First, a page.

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By Debbie Gregory.

The entrepreneurial spirit is a mindset. It’s an attitude and approach to thinking that actively seeks out change, rather than waiting to adapt to change. It’s a mindset that embraces critical questioning, innovation, service and continuous improvement.

Many millennials get their idea of entrepreneurship from watching Shark Tank, giving little thought to the fact that most of the goods and services they enjoy probably sprang from the imagination of an entrepreneur.

Fred Smith is the founder, chairman, president, and CEO of FedEx. In 1962, Smith entered Yale University. While attending Yale, he wrote a paper for an economics class, outlining overnight delivery service in a computer information age. It is said that his professor told him that, in order for him to get a C, the idea had to be feasible.

Following his graduation, Smith served two tours in Vietnam with the Marine Corps, one as an infantry officer and one as a forward air controller. There he witnessed the military’s logistics operations, using flight to move personnel and equipment on a massive scale.

After leaving the military with a few distinguishing medals, including a Silver Star, a Bronze Star and two Purple Hearts, Smith bought an aviation company that would grow to be FedEx. He named the company Federal Express because he believed the patriotic meaning associated with the word “federal” suggested an interest in nationwide economic activity.

Federal Express officially began operations on April 17, 1973. That night, 14 small aircraft took off from Memphis and delivered 186 packages to 25 U.S. cities.

Today, FedEx is consistently recognized as one of the most admired brands in the world and one of the best places to work. But like many innovative companies, it started out as an idea championed by a determined person.

servitek

Each year, during National Small Business Week, the U.S. Small Business Administration (SBA) District Offices recognize various small businesses for their contributions in their community.

The SBA Los Angeles District Office awarded Geoffrey Reyes of Servitek Solutions the 2017 Veteran Business Champion of the Year Award. The award is given to an individual who has fulfilled a commitment to advancing small business opportunities for veterans of the U.S. Armed Forces.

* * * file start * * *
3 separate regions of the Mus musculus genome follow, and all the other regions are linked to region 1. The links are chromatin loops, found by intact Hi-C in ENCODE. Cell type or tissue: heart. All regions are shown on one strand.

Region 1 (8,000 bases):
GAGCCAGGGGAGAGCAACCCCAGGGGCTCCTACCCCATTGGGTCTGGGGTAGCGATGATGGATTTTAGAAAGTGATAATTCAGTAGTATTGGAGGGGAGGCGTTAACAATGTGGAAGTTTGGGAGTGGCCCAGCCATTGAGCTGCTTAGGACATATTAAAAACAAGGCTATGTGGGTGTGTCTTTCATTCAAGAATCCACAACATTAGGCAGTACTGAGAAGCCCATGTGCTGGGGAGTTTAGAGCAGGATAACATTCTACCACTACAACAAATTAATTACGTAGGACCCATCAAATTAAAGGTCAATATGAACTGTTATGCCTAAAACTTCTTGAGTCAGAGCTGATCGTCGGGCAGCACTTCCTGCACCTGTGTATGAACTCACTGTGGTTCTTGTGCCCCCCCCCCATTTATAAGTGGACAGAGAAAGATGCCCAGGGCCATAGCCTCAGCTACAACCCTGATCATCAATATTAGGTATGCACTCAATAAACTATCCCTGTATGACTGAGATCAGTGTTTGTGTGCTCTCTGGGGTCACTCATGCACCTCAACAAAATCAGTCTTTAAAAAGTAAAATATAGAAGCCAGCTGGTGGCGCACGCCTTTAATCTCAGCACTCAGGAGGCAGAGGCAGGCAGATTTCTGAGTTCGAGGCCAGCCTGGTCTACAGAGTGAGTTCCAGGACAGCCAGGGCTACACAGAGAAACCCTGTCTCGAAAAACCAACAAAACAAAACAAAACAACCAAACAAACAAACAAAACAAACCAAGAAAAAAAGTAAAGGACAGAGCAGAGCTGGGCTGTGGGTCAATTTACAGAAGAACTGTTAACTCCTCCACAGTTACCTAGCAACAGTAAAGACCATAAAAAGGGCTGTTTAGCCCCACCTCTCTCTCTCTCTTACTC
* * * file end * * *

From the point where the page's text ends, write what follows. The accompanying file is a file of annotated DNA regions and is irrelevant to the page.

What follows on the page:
Servitek Solutions, Inc. is an electrical construction company based in City of Industry, California. Under the skilled leadership of Reyes, Servitek grew from a part-time engineering consulting service operating out of a spare bedroom to a full-service, multidisciplinary electrical contracting company. Servitek builds electrical, data, security, and transportation infrastructure for public works.

Reyes separated from the Navy in 2000.  He obtained his Master’s degree in Engineering Management and worked in the private sector defense industry for five years. His entrepreneurial character, natural negotiating skills and passionate attitude fueled his desire to start his own business. In 2008, Servitek Solutions, Inc. was born.

Reyes is also an avid speaker at various contract readiness workshops, and is featured in the Department of General Services Disabled Veteran Enterprise (DVBE) program.  He also is one of CalVet’s DVBE Advisory Council members.

VAMBOA, the Veterans and Military Business Owners Association congratulates Geoffrey Reyes and Servitek.

Here is a collection of places you can buy bitcoin online right now.

vip

VIP START, a new addition to VIP programming, accelerates the success of Veteran owned small businesses into the Federal marketplace.  VIP GROW, the flagship program of VIP, accelerates the growth of Veteran owned small businesses in the federal marketplace.  VIP START – October 18 – 20, 2016.  VIP GROW – December 6-8, 2016, and something new, VIP INTL. – March 14 – 16, 2017.  Visit them on the web  to learn more and to register for these amazing programs.

EBV10 part2

By Tina M Kapral | Senior Director of  Education and Training
Institute for Veterans and Military Families (IVMF) at Syracuse University